Libertarians are always somewhere between irate and amused at how the Coke and Pepsi parties suddenly change their principles based on who is in the White House. The latest example: As the left cries foul on the Republican use of the filibuster in the lame duck session, Democratic leader Harry Reid once praised the filibuster, at least back in the day it was a bull-work against Bush-Cheney fascism:
"¦when legislation is supported by the majority of Americans, it eventually overcomes a filibuster's delay, as public protests far outweigh any senator's appetite for filibuster. But when legislation only has the support of the minority, the filibuster slows the legislation, prevents a senator from ramming it through and gives the American people enough time to join the opposition.
Mr. President, the right to extended debate is never more important than when one party controls Congress and the White House. In these cases, the filibuster serves as a check on power and preserves our limited government. "¦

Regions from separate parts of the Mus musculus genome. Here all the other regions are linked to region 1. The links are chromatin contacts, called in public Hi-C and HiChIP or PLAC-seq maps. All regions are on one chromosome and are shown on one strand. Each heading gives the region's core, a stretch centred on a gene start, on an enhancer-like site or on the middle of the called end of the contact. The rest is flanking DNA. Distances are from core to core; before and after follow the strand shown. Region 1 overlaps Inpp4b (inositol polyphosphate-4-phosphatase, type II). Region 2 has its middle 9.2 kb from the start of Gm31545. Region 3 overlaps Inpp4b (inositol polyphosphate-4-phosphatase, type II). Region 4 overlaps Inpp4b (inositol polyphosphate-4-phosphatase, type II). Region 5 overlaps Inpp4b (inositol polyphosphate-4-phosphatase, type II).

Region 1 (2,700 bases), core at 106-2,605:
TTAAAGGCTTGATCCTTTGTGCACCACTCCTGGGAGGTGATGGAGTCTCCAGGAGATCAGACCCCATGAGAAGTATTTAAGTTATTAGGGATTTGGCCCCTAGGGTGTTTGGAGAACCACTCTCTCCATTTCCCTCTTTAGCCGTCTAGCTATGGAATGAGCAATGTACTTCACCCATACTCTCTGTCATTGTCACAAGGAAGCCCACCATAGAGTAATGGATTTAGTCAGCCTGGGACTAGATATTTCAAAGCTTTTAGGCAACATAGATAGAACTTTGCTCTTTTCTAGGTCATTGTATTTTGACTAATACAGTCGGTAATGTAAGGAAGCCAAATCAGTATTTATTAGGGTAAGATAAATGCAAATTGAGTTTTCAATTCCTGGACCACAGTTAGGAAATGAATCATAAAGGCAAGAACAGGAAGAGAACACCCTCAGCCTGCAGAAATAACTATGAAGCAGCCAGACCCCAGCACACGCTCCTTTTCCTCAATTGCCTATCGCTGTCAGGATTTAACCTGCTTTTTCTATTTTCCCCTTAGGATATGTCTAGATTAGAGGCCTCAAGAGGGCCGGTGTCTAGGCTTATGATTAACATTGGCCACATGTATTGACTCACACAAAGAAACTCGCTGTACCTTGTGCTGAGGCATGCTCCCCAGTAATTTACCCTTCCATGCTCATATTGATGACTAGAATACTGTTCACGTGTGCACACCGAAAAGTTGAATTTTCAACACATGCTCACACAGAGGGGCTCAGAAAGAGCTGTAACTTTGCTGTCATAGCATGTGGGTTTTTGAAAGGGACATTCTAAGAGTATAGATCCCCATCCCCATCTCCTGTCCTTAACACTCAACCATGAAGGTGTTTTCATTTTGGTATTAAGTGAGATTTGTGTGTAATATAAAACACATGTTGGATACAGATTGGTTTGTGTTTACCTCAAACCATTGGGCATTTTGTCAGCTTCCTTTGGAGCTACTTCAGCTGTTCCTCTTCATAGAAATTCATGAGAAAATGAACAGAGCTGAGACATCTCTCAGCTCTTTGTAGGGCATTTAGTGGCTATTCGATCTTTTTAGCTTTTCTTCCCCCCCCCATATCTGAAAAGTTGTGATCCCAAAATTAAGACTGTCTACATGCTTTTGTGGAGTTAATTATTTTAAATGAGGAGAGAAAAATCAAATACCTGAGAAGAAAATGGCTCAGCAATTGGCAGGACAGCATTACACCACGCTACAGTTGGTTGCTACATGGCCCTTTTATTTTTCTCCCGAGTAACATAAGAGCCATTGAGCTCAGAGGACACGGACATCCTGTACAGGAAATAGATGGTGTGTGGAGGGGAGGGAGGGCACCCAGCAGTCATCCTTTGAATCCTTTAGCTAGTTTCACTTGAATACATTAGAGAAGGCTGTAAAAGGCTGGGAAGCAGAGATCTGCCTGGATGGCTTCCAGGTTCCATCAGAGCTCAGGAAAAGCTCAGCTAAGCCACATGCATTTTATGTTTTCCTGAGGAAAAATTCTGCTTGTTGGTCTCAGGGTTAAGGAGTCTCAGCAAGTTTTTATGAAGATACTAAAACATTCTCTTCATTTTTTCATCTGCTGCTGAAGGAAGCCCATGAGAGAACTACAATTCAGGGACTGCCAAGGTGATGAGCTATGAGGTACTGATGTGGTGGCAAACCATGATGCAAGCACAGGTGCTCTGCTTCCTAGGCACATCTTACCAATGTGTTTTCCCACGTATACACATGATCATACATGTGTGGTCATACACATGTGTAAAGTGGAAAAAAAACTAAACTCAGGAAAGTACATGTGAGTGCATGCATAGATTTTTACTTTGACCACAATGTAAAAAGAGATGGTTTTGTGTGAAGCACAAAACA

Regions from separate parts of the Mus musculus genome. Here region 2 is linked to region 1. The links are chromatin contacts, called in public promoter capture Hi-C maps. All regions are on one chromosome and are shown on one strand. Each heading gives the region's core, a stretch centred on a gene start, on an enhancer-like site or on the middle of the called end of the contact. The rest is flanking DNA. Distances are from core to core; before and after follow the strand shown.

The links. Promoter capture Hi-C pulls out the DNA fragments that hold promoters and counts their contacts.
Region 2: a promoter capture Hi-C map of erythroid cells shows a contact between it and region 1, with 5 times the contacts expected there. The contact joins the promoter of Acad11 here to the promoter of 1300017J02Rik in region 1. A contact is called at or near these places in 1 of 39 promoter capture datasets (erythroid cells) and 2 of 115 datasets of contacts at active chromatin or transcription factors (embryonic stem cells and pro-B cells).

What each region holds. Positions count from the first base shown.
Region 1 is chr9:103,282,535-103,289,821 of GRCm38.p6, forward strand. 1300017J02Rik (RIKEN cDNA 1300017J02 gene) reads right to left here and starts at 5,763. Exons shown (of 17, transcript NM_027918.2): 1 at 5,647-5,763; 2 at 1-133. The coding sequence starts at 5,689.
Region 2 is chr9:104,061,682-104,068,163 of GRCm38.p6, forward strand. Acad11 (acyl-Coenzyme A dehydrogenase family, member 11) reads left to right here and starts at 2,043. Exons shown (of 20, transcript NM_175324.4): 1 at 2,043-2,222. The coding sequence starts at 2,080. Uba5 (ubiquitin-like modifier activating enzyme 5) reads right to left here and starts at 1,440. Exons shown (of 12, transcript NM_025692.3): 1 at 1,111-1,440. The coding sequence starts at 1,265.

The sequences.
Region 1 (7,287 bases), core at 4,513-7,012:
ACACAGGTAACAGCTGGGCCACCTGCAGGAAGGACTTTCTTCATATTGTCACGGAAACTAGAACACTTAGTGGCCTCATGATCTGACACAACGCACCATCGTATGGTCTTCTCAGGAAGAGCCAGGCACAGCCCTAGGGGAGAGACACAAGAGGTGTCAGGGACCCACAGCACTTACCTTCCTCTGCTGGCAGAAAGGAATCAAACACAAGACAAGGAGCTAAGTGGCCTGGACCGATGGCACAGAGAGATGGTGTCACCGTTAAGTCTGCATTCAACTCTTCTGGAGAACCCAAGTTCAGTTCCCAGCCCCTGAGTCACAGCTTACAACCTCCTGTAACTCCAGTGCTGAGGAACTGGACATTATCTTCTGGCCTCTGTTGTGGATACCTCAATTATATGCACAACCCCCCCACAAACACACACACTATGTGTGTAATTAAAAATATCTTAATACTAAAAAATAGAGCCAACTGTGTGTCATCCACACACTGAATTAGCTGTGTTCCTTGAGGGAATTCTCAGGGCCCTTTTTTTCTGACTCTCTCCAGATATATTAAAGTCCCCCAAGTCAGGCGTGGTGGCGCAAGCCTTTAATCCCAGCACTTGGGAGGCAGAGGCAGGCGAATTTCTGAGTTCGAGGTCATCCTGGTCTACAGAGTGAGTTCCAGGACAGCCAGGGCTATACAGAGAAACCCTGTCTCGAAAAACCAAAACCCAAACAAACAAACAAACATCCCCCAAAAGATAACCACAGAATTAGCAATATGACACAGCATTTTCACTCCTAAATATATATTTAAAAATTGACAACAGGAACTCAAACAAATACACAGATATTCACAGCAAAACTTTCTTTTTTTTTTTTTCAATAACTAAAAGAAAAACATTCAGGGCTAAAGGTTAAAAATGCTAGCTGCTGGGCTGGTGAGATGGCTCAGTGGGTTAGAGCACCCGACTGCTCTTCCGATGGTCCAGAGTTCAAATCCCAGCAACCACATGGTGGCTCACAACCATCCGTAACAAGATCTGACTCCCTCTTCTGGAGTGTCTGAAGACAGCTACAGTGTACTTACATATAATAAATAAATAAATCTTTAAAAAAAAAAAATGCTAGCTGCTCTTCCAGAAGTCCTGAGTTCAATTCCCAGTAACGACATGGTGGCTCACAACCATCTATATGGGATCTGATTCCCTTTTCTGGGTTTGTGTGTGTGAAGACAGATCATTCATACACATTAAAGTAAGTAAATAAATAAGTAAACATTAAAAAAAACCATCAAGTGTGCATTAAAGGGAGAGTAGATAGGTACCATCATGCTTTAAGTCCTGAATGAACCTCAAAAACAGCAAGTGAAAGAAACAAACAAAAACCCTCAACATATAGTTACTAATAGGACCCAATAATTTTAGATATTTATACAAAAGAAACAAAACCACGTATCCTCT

For 200 years we've had the right to extended debate [i.e., filibuster]. It's not some procedural gimmick. It's within the vision of the founding fathers of our country. "¦ They established a government so that no one person and no single party could have total control.
Some in this chamber want to throw out 214 years of Senate history in the quest for absolute power. They want to do away with Mr. Smith, as depicted in that great movie, being able to come to Washington. They want to do away with the filibuster. They think they're wiser than our founding fathers. I doubt that that's true.
I like the filibuster most all the time. I once suggested that the rules be changed to not allow filibuster when the Senate is exercising its duty to approve administrative officials and judges, but I am not sure I support even that exception.